• Assessment of global trends in managing E&S issues in sectors in which the fund is active, as this will help to assess whether the ESMS should be revised and/or whether additional training should be provided. For example, an increased focus on transparency in the extractives sector could suggest that portfolios need to be more actively monitored in these sectors.

External stakeholder engagement

1. Overview

All funds should report to LPs,  (and potentially to other stakeholders), on the implementation and progress of their ESMS and the E&S performance of their portfolio companies. It is fairly standard for this to be an annual report, although some fund managers also include E&S aspects in their quarterly reports. Many funds also increasingly use other communication channels to discuss E&S matters in a more proactive manner including ad hoc calls or emails, Advisory Committee meetings, investor days and inviting investors on site visits etc. These help to build a mutually supportive relationship between the fund and its LPs.

2. Guidance and advice

Disclosure of information during fund raising

During fundraising, it is important that the fund manager discloses sufficient information on its E&S management to potential LPs, as this could attract LPs and/or expedite their due diligence process. A well-conceived E&S policy and a good ESMS will signal to a potential investor that the fund’s approach and commitment are solid. Where the fund manager has a track record with other funds, information demonstrating how it has supported and enhanced its portfolio companies’ management of E&S risks can offer good starting points for engagement with LPs. Investors may ask to see examples of due diligence, E&S coverage in legal agreements and ESG reports to LPs. As such, ensuring that progress on priorities identified during due diligence can be clearly followed through the document trail is important in demonstrating an effective system.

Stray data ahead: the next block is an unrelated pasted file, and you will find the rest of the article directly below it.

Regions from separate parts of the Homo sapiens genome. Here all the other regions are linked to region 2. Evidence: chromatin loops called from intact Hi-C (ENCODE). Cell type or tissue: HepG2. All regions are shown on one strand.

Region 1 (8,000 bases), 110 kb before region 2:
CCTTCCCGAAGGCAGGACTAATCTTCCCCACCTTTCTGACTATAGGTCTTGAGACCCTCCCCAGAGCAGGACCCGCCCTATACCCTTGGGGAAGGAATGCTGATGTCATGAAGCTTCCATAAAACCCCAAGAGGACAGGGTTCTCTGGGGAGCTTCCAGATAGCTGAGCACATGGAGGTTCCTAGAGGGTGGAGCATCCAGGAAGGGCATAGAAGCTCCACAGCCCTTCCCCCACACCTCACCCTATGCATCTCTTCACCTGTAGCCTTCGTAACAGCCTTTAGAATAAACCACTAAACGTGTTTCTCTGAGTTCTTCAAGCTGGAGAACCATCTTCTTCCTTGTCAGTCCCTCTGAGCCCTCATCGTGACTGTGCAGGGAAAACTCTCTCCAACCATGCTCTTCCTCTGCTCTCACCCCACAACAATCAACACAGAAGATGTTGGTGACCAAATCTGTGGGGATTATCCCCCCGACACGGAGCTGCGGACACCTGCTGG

However, some fund managers may not have fully designed an ESMS when they contact LPs. In these cases, LPs may be able to provide guidance to fund managers on how to develop it in alignment with LPs’ expectations.

Reporting to Limited Partners

Many LPs (and all DFI LPs) require fund managers to report regularly (at least annually) on the E&S performance of their portfolios and of the funds themselves. The purpose of this reporting is twofold. First, it allows LPs to assess how E&S improvements have been implemented within portfolio companies, what challenges may have been encountered and how these were addressed. Secondly, it offers an opportunity for LPs to check that the fund is still being managed in line with the E&S commitments made by the fund, and/or whether there have been any material changes to the fund’s portfolio, strategy, management or focal sectors to justify a change in scope of, or approach to, E&S management. Reporting should also address the steps the fund has taken to ensure continued implementation of its ESMS, such as additional training, recruitment and partnerships with external advisors or re-assignment of internal responsibilities.

Reporting by fund managers to LPs typically incorporates the following information:

  • Update on the implementation of the E&S policy, procedures and fund terms, as well as any changes or deviations. It should also outline plans for the following reporting period, including matters such as whether a review of the ESMS is planned and whether a training programme will be delivered.
  • For each portfolio company, a summary of the following:
    • The situation at initial investment: This should include the E&S risks, impacts and opportunities identified, a summary of any ESAP, the inherent risk rating assigned to the company, and a judgement regarding the quality of the company’s E&S management systems or ability to manage its E&S risks.